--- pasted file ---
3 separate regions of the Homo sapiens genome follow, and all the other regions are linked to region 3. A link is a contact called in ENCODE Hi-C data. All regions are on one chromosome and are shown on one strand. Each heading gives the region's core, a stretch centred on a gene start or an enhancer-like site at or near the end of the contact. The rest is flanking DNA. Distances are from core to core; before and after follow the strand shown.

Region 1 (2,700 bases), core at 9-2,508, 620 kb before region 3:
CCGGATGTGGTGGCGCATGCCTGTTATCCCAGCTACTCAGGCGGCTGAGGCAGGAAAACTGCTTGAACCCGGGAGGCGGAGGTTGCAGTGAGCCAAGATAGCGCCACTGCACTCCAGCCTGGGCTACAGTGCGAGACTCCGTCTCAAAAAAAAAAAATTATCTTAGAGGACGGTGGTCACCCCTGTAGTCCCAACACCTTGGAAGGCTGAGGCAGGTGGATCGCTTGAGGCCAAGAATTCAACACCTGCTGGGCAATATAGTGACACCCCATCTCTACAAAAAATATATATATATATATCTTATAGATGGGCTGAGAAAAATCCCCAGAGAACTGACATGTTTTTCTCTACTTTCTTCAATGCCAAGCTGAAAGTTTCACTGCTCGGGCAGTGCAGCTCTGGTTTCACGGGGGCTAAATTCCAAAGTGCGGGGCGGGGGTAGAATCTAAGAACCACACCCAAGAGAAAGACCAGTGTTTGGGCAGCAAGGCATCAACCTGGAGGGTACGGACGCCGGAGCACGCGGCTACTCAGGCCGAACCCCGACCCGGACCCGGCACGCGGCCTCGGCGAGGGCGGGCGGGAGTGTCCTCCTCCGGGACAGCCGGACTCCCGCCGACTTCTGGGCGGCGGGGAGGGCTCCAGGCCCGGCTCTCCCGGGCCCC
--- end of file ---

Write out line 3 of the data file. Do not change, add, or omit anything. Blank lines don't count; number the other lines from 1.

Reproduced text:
CCGGATGTGGTGGCGCATGCCTGTTATCCCAGCTACTCAGGCGGCTGAGGCAGGAAAACTGCTTGAACCCGGGAGGCGGAGGTTGCAGTGAGCCAAGATAGCGCCACTGCACTCCAGCCTGGGCTACAGTGCGAGACTCCGTCTCAAAAAAAAAAAATTATCTTAGAGGACGGTGGTCACCCCTGTAGTCCCAACACCTTGGAAGGCTGAGGCAGGTGGATCGCTTGAGGCCAAGAATTCAACACCTGCTGGGCAATATAGTGACACCCCATCTCTACAAAAAATATATATATATATATCTTATAGATGGGCTGAGAAAAATCCCCAGAGAACTGACATGTTTTTCTCTACTTTCTTCAATGCCAAGCTGAAAGTTTCACTGCTCGGGCAGTGCAGCTCTGGTTTCACGGGGGCTAAATTCCAAAGTGCGGGGCGGGGGTAGAATCTAAGAACCACACCCAAGAGAAAGACCAGTGTTTGGGCAGCAAGGCATCAACCTGGAGGGTACGGACGCCGGAGCACGCGGCTACTCAGGCCGAACCCCGACCCGGACCCGGCACGCGGCCTCGGCGAGGGCGGGCGGGAGTGTCCTCCTCCGGGACAGCCGGACTCCCGCCGACTTCTGGGCGGCGGGGAGGGCTCCAGGCCCGGCTCTCCCGGGCCCC